Law Practice & Case Management Tips From Industry Expert Ed Poll, Part 2

Published in My Case July 2, 2013
by Nicole Black

Today I caught up with Ed Poll. Ed coaches and consults attorneys throughout the country in the areas of starting and operating a law practice and case management, strategic planning, profitability analysis, and practice development. He blogs at LawBiz, is a syndicated columnist and regular contributor to several major legal publications. His latest book, Life After Law: What Will You Do With the Next 6,000 Days? has received national recognition for helping lawyers plan for the time they decide to leave the practice of law.

In this post, part 2 of 2, he offers tips on marketing, legal technology, planning for retirement, and more.

  1. What types of marketing techniques should lawyers consider trying that are "outside the box"?

    Generally speaking, I don't think most people react well to "outside the box" marketing. What may be outside the box for the individual person is not necessarily so for someone else. So when I work with my clients I try to understand their soft spot–what they're capable of doing. And once I understand that–if it's speaking, marketing, networking–I generally push them to pursue that a little bit.

    But, it seems to me that when you're talking about outside the box you mean marketing or creative work others aren't doing. For example, a number of years ago there was a firm in Chicago that had a marketing campaign where they promised that clients would be satisfied with their service. They said that if you're not completely satisfied, tell us and we'll adjust your fee to zero. No one had done this before so in that way it was outside the box and it made a splash. And the firm grew quickly after that–they set the standard.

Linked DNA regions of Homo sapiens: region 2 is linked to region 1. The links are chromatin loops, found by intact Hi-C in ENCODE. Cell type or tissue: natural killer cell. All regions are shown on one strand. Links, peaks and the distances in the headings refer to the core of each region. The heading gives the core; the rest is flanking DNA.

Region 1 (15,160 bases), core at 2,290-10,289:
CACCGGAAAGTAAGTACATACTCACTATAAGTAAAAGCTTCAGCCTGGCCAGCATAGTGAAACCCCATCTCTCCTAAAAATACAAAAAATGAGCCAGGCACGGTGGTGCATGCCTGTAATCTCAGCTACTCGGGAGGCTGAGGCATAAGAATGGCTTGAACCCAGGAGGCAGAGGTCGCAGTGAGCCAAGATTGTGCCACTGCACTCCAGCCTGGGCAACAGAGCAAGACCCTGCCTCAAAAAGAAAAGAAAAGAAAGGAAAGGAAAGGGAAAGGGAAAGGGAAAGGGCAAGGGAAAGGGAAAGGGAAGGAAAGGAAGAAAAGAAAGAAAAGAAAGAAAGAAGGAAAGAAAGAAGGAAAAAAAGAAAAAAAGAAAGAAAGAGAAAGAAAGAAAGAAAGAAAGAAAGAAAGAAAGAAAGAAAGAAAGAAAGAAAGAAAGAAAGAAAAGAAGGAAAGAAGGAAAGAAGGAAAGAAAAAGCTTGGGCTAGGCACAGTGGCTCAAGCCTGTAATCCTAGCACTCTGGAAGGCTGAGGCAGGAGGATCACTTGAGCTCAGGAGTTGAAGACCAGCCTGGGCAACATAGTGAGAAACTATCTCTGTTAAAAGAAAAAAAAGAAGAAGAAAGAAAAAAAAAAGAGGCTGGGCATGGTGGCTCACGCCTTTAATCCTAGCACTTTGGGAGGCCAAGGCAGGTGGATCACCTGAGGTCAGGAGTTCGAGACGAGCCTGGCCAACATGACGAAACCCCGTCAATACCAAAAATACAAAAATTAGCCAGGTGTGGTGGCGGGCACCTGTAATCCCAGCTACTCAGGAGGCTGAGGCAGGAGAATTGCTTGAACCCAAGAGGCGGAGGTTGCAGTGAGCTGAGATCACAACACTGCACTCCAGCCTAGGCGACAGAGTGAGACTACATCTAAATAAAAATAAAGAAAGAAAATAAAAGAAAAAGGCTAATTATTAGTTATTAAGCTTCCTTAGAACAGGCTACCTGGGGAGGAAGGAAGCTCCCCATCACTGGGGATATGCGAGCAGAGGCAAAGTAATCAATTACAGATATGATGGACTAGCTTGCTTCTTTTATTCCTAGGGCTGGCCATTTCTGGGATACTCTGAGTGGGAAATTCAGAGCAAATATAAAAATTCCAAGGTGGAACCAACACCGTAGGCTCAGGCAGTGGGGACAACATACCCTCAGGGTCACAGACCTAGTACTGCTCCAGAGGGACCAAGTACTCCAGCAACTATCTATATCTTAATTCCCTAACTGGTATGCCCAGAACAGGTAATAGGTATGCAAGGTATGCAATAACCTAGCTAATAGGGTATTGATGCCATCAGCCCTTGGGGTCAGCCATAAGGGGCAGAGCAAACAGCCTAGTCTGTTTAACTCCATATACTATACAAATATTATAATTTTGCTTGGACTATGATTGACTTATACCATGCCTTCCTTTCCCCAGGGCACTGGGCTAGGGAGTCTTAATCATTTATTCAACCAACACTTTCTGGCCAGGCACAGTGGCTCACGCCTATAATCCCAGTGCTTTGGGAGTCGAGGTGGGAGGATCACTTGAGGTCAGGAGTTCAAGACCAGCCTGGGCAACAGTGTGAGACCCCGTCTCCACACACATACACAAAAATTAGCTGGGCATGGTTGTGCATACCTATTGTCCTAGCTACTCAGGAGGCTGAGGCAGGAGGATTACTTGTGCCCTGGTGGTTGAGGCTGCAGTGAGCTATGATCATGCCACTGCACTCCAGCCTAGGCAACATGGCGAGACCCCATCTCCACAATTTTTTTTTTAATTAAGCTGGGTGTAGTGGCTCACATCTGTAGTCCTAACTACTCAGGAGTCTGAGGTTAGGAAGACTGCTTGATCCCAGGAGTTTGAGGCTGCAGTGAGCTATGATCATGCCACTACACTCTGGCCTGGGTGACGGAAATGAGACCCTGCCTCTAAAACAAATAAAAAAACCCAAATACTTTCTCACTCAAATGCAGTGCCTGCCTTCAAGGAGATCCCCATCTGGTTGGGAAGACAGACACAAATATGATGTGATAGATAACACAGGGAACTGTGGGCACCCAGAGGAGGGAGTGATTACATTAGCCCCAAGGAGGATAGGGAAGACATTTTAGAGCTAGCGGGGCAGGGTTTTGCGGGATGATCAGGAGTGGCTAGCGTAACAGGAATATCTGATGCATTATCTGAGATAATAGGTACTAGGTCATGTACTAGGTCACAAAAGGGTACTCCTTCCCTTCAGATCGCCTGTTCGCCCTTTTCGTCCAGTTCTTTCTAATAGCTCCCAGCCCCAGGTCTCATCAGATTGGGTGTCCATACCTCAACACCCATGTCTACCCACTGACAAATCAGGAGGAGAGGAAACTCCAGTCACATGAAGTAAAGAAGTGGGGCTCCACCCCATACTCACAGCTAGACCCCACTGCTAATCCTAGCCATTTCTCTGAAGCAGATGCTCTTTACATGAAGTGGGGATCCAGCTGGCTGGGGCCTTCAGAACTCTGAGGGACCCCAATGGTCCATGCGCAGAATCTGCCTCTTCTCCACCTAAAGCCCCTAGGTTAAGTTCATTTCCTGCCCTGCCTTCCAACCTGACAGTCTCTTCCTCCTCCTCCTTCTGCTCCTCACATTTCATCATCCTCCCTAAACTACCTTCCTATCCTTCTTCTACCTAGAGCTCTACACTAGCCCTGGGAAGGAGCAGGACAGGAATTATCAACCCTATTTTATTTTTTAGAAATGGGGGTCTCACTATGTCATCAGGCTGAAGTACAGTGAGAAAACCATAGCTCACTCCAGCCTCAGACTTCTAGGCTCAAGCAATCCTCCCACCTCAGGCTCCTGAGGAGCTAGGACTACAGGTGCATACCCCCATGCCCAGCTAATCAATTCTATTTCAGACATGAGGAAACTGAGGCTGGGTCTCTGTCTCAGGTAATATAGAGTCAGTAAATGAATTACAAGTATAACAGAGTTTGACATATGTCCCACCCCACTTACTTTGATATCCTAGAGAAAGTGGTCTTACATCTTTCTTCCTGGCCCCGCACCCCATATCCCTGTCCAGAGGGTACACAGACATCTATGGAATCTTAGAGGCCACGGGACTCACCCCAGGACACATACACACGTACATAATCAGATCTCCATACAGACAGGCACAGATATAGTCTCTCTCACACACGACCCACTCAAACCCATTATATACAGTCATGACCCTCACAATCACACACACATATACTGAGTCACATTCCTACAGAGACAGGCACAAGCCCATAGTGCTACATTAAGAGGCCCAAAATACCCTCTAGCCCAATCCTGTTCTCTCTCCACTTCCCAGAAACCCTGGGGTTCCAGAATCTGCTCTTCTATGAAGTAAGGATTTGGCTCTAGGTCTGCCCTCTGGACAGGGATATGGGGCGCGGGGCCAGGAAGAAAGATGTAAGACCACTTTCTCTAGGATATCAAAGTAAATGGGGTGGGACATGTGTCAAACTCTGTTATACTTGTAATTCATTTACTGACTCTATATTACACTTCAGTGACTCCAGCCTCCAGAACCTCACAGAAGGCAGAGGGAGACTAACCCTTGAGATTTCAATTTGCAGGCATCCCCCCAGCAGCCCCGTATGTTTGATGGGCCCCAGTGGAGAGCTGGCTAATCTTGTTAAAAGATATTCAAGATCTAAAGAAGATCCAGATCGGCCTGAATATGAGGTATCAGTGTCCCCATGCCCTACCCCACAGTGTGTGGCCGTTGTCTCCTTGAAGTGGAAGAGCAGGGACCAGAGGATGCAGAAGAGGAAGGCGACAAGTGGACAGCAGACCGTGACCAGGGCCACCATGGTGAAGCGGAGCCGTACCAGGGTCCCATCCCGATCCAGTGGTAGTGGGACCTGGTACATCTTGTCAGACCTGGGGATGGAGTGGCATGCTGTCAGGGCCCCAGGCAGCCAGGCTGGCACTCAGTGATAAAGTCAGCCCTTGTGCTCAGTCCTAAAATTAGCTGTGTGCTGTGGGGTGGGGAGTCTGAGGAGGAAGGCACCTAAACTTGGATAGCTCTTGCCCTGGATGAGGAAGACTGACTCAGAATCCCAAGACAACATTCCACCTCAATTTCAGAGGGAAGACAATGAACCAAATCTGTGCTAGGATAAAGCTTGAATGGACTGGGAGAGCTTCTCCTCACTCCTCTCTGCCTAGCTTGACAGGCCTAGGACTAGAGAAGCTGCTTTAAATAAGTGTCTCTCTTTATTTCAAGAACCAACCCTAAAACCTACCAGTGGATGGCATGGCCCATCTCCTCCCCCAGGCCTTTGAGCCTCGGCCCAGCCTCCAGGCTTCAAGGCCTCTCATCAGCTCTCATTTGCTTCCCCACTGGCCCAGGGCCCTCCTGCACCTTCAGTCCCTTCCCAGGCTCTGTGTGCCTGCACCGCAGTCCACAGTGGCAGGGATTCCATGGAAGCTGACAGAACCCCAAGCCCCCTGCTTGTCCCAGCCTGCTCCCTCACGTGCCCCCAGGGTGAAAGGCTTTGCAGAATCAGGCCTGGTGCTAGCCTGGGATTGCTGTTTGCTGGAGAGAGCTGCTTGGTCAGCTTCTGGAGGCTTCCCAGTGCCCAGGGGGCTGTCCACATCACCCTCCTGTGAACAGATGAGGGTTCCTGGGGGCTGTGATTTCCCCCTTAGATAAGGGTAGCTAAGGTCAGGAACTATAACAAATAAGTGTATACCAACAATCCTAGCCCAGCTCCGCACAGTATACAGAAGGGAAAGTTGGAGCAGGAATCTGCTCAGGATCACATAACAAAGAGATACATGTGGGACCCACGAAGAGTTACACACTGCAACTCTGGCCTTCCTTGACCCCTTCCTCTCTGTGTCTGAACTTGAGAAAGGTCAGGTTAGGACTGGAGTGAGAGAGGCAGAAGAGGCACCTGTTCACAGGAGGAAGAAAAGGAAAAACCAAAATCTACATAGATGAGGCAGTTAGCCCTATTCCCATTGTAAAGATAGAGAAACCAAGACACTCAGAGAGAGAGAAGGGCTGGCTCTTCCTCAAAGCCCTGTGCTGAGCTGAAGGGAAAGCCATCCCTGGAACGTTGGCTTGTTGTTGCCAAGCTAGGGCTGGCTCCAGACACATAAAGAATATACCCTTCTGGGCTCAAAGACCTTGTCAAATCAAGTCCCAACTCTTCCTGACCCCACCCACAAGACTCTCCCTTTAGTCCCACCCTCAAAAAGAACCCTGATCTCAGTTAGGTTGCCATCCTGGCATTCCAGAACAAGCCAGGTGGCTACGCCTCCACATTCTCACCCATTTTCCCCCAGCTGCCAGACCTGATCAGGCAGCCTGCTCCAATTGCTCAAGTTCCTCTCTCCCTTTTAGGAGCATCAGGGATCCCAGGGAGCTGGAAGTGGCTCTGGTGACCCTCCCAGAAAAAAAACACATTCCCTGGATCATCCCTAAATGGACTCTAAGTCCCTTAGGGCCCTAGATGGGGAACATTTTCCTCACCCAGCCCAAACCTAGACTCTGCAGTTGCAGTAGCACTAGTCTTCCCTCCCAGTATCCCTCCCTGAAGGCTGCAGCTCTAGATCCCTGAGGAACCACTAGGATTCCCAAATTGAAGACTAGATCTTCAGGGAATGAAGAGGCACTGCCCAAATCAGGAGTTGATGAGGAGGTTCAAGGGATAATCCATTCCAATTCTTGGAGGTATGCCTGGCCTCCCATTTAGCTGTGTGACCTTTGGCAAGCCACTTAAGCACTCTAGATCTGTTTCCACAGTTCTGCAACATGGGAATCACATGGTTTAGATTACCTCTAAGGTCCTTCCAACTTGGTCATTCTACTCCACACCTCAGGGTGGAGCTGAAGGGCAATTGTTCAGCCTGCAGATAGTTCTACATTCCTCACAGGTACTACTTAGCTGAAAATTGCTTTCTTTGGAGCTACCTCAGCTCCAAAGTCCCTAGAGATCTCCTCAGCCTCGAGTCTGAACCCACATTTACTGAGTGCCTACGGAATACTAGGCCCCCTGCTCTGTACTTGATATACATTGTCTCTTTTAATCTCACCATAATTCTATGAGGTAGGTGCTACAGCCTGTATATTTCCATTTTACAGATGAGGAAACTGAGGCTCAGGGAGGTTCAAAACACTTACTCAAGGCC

Another example–a different Chicago firm put a challenge on their website: call your present attorney, then call us. If your current lawyer calls you back before we do, we'll give $100 to a charity of your choice. So they put their money where their mouth was and challenged the client to compare their current lawyer's responsiveness to theirs. To me, that's outside the box.

  2. Do you think blogging is a worthwhile endeavor for attorneys? Why or why not?

    In terms of producing revenue for a law firm I think there's still an open discussion on this. People like you, me, and Kevin O'Keefe might say that blogging and social media produces hard dollars and active clients for the law firm. But I think there's been at least one study that says there's not a clear cut connection.

    Even so, I still think blogging is worthwhile because when you blog and write about your expertise–as opposed to the fact that you're having coffee–then you're demonstrate your expertise by doing so. Another benefit–you get into the habit of writing. And if you blog regularly, you will likely be contacted by reporters or even publishing houses. For example, within a 2 week period last month I was contacted by 3 different publishing houses asking me to write books for them.

    Sure, I've written 15 books but all of these opportunities truly came from my blog, a place where I share my ideas about running a law practice. I think lawyers should get into the habit of doing this. Even though it can be time consuming, you can definitely find the time if you try. Think about it, there are 52 weeks in a year, 7 days in a week, and 24 hours in a day. That's a lot of time, and somewhere along the way you can find the time to write a few words in a blog post. So if you write about what you enjoy and your areas of expertise, you'll enjoy it. So, I think that's important.